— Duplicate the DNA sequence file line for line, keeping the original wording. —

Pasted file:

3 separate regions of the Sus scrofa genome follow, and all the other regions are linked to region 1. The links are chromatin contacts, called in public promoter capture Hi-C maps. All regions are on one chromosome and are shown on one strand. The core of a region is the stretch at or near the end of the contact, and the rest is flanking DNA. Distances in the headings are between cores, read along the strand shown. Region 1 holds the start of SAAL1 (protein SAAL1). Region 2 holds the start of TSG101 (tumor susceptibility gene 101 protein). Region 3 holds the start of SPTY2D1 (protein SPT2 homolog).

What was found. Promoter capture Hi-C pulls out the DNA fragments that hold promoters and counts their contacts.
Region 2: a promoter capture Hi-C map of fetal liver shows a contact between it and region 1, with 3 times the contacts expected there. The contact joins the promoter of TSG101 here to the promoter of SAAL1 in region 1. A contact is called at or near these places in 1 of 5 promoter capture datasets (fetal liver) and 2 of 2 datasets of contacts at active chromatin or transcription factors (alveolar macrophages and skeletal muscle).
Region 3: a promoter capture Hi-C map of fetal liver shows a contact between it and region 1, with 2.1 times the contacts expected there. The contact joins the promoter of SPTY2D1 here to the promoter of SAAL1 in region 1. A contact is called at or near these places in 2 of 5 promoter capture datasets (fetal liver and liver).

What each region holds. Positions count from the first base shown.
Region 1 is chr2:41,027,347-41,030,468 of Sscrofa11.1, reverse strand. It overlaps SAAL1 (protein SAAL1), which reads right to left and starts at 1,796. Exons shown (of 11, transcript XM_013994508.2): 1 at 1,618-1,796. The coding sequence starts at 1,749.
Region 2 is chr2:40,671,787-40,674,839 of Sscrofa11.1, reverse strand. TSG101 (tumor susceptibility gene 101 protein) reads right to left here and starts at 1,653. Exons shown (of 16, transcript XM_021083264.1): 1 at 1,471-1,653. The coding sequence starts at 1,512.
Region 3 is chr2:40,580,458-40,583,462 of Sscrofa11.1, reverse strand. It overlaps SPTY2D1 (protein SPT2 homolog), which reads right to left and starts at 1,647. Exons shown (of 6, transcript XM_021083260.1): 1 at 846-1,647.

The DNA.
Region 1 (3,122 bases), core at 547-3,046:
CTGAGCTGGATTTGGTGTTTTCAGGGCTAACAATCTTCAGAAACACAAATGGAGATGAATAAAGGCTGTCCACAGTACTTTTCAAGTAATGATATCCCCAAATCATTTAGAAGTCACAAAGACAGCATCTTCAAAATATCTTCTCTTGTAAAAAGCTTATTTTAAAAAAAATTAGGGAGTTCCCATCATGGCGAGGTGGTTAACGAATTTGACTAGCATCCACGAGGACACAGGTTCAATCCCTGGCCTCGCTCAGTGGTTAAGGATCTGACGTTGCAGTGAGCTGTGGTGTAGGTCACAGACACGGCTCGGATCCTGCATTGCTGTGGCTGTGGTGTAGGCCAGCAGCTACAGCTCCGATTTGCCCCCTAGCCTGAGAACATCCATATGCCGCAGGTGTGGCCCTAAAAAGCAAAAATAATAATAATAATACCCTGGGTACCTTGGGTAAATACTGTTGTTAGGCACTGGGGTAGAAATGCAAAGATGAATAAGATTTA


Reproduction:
3 separate regions of the Sus scrofa genome follow, and all the other regions are linked to region 1. The links are chromatin contacts, called in public promoter capture Hi-C maps. All regions are on one chromosome and are shown on one strand. The core of a region is the stretch at or near the end of the contact, and the rest is flanking DNA. Distances in the headings are between cores, read along the strand shown. Region 1 holds the start of SAAL1 (protein SAAL1). Region 2 holds the start of TSG101 (tumor susceptibility gene 101 protein). Region 3 holds the start of SPTY2D1 (protein SPT2 homolog).

What was found. Promoter capture Hi-C pulls out the DNA fragments that hold promoters and counts their contacts.
Region 2: a promoter capture Hi-C map of fetal liver shows a contact between it and region 1, with 3 times the contacts expected there. The contact joins the promoter of TSG101 here to the promoter of SAAL1 in region 1. A contact is called at or near these places in 1 of 5 promoter capture datasets (fetal liver) and 2 of 2 datasets of contacts at active chromatin or transcription factors (alveolar macrophages and skeletal muscle).
Region 3: a promoter capture Hi-C map of fetal liver shows a contact between it and region 1, with 2.1 times the contacts expected there. The contact joins the promoter of SPTY2D1 here to the promoter of SAAL1 in region 1. A contact is called at or near these places in 2 of 5 promoter capture datasets (fetal liver and liver).

What each region holds. Positions count from the first base shown.
Region 1 is chr2:41,027,347-41,030,468 of Sscrofa11.1, reverse strand. It overlaps SAAL1 (protein SAAL1), which reads right to left and starts at 1,796. Exons shown (of 11, transcript XM_013994508.2): 1 at 1,618-1,796. The coding sequence starts at 1,749.
Region 2 is chr2:40,671,787-40,674,839 of Sscrofa11.1, reverse strand. TSG101 (tumor susceptibility gene 101 protein) reads right to left here and starts at 1,653. Exons shown (of 16, transcript XM_021083264.1): 1 at 1,471-1,653. The coding sequence starts at 1,512.
Region 3 is chr2:40,580,458-40,583,462 of Sscrofa11.1, reverse strand. It overlaps SPTY2D1 (protein SPT2 homolog), which reads right to left and starts at 1,647. Exons shown (of 6, transcript XM_021083260.1): 1 at 846-1,647.

The DNA.
Region 1 (3,122 bases), core at 547-3,046:
CTGAGCTGGATTTGGTGTTTTCAGGGCTAACAATCTTCAGAAACACAAATGGAGATGAATAAAGGCTGTCCACAGTACTTTTCAAGTAATGATATCCCCAAATCATTTAGAAGTCACAAAGACAGCATCTTCAAAATATCTTCTCTTGTAAAAAGCTTATTTTAAAAAAAATTAGGGAGTTCCCATCATGGCGAGGTGGTTAACGAATTTGACTAGCATCCACGAGGACACAGGTTCAATCCCTGGCCTCGCTCAGTGGTTAAGGATCTGACGTTGCAGTGAGCTGTGGTGTAGGTCACAGACACGGCTCGGATCCTGCATTGCTGTGGCTGTGGTGTAGGCCAGCAGCTACAGCTCCGATTTGCCCCCTAGCCTGAGAACATCCATATGCCGCAGGTGTGGCCCTAAAAAGCAAAAATAATAATAATAATACCCTGGGTACCTTGGGTAAATACTGTTGTTAGGCACTGGGGTAGAAATGCAAAGATGAATAAGATTTA